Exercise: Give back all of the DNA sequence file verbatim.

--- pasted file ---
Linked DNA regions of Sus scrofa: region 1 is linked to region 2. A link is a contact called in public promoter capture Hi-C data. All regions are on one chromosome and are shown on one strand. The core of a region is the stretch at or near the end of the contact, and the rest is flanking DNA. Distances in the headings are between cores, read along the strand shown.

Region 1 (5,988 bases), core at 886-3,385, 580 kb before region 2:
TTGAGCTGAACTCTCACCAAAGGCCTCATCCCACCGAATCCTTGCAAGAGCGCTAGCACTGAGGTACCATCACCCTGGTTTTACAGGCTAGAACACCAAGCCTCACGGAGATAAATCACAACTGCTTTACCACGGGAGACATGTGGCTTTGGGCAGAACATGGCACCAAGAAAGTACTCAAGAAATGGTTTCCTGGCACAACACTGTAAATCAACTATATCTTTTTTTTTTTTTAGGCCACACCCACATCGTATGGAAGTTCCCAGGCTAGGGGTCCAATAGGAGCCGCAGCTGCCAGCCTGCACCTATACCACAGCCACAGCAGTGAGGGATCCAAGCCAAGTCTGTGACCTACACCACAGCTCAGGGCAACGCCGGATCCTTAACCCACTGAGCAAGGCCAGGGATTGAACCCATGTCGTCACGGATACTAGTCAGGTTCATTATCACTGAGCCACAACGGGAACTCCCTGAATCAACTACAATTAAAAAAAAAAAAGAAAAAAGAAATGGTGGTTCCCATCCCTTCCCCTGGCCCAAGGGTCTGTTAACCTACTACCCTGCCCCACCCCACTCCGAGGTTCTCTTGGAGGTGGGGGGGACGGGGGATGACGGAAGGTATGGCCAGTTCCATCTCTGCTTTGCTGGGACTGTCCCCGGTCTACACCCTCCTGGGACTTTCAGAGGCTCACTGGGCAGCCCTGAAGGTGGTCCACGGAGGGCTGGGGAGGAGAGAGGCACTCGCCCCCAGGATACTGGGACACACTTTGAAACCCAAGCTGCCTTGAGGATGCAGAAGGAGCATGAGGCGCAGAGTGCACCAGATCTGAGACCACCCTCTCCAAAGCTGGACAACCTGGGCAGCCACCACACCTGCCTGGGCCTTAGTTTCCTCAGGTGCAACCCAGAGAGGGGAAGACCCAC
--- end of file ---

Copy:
Linked DNA regions of Sus scrofa: region 1 is linked to region 2. A link is a contact called in public promoter capture Hi-C data. All regions are on one chromosome and are shown on one strand. The core of a region is the stretch at or near the end of the contact, and the rest is flanking DNA. Distances in the headings are between cores, read along the strand shown.

Region 1 (5,988 bases), core at 886-3,385, 580 kb before region 2:
TTGAGCTGAACTCTCACCAAAGGCCTCATCCCACCGAATCCTTGCAAGAGCGCTAGCACTGAGGTACCATCACCCTGGTTTTACAGGCTAGAACACCAAGCCTCACGGAGATAAATCACAACTGCTTTACCACGGGAGACATGTGGCTTTGGGCAGAACATGGCACCAAGAAAGTACTCAAGAAATGGTTTCCTGGCACAACACTGTAAATCAACTATATCTTTTTTTTTTTTTAGGCCACACCCACATCGTATGGAAGTTCCCAGGCTAGGGGTCCAATAGGAGCCGCAGCTGCCAGCCTGCACCTATACCACAGCCACAGCAGTGAGGGATCCAAGCCAAGTCTGTGACCTACACCACAGCTCAGGGCAACGCCGGATCCTTAACCCACTGAGCAAGGCCAGGGATTGAACCCATGTCGTCACGGATACTAGTCAGGTTCATTATCACTGAGCCACAACGGGAACTCCCTGAATCAACTACAATTAAAAAAAAAAAAGAAAAAAGAAATGGTGGTTCCCATCCCTTCCCCTGGCCCAAGGGTCTGTTAACCTACTACCCTGCCCCACCCCACTCCGAGGTTCTCTTGGAGGTGGGGGGGACGGGGGATGACGGAAGGTATGGCCAGTTCCATCTCTGCTTTGCTGGGACTGTCCCCGGTCTACACCCTCCTGGGACTTTCAGAGGCTCACTGGGCAGCCCTGAAGGTGGTCCACGGAGGGCTGGGGAGGAGAGAGGCACTCGCCCCCAGGATACTGGGACACACTTTGAAACCCAAGCTGCCTTGAGGATGCAGAAGGAGCATGAGGCGCAGAGTGCACCAGATCTGAGACCACCCTCTCCAAAGCTGGACAACCTGGGCAGCCACCACACCTGCCTGGGCCTTAGTTTCCTCAGGTGCAACCCAGAGAGGGGAAGACCCAC